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One of the comments on the original post said that you can define a topology in terms of neighbourhoods. I'd like to amplify on that comment because it's the answer I favour too, if you want to do things as intuitively as possible. In fact, you can do it with basic open neighbourhoods, which is often nicer, for reasons I'll come to in a moment.

The first step would be to axiomatize the notion of a basic open neighbourhood. So it would consist of properties like that if N is a b.o.n. of x then x is an element of N, that if y is also an element of N then there is a b.o.n. N' of y such that N' is a subset of N (and in many systems one would be able to take N'=N), that the intersection of two b.o.n.s of x is another one, and so on. Suppose we've got all that sorted out. Then the rest of the definitions are just like metric space definitions without the need to reformulate those definitions in terms of open sets. To give the most important example, a function $f:X\to Y$ is continuous at x if and only if the following condition holds: for every b.o.n. M of f(x) there exists a b.o.n. N of x such that $f(N)\subset M$. Of course, in a metric space the basic open neighbourhoods of x are the open balls $B_\epsilon(x)$.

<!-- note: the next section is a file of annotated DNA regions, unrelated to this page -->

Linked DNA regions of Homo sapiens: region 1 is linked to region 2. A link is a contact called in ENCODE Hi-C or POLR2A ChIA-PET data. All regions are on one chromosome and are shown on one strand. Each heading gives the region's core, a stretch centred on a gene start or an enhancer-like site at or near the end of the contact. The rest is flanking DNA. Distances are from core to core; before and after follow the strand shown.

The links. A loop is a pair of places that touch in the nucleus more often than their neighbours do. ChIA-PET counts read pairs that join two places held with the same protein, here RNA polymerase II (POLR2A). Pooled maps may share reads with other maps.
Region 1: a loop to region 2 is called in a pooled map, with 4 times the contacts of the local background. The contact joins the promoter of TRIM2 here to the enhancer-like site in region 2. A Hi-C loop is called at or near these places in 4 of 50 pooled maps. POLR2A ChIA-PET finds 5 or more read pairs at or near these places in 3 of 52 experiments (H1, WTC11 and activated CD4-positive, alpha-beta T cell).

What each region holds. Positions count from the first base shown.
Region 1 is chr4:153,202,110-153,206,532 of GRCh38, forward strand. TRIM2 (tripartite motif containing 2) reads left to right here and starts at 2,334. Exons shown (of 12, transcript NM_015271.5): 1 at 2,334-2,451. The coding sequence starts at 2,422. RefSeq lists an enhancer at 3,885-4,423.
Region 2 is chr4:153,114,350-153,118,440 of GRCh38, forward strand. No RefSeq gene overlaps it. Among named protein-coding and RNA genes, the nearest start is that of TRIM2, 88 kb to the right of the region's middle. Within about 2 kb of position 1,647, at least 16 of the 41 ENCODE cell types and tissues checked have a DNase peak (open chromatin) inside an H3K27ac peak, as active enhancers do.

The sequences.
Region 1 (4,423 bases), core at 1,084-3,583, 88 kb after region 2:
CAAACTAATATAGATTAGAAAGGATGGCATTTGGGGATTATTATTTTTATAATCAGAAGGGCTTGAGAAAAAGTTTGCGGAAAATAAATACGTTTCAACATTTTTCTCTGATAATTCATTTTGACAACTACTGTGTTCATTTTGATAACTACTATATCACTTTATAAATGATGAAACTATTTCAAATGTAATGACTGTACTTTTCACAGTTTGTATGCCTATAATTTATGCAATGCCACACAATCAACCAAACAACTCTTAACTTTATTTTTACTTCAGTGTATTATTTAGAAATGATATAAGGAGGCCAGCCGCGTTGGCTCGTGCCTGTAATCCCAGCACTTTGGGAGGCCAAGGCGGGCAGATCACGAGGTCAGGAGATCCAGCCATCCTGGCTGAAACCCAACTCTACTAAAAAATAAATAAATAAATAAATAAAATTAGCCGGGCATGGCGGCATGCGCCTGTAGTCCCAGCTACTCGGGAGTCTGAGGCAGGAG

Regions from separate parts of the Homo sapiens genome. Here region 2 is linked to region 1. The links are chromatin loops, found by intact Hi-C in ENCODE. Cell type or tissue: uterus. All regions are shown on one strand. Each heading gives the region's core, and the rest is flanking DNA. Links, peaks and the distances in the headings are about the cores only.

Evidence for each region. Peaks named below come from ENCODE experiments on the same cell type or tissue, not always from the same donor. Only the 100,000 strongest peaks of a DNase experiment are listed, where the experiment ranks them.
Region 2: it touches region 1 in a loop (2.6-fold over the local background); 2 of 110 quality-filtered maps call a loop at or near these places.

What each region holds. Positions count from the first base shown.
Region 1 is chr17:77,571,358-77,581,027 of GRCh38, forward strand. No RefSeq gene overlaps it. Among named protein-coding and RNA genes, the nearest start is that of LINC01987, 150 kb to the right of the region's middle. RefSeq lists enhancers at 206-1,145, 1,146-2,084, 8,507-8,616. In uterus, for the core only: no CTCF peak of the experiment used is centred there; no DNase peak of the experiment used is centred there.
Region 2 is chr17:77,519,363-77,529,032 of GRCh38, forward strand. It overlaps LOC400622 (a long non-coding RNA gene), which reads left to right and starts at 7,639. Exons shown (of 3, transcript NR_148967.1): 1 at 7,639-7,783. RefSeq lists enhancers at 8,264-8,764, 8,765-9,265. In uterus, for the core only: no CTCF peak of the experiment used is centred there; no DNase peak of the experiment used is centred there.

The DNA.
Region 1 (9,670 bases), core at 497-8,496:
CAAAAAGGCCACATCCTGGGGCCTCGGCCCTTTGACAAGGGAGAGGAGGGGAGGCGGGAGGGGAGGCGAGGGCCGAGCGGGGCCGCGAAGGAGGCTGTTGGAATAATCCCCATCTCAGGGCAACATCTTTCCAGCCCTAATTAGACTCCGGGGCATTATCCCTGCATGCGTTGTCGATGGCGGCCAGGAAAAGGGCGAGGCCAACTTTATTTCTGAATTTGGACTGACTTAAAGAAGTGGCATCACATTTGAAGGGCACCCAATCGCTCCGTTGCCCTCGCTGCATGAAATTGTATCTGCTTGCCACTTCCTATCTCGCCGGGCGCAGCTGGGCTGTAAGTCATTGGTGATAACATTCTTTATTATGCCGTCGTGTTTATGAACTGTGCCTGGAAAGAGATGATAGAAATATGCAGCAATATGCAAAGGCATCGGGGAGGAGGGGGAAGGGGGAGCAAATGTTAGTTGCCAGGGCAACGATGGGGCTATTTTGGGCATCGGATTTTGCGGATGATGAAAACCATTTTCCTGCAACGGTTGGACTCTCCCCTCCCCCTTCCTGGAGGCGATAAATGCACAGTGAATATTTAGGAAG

In the usual definition of continuity for maps between topological spaces, one never talks about continuity at a point, but it is perfectly possible and natural to do so, as the above shows.

Here's another example: a set F is closed if and only if for every x not in F you can find a basic open neighbourhood N of x that is disjoint from F. Oh, and I should have said that a set U is open if and only if for every x in U you can find a basic open neighbourhood N of x such that $N\subset U$.

The one thing you can't do is reformulate these definitions in terms of sequences, for the simple reason that the sequence reformulations do not generalize to topological spaces (unless you replace them by nets).

Added later: I've just seen some more of the comments on the original post. Much of what I have said is implicit in those comments, but perhaps it is useful to have it spelt out.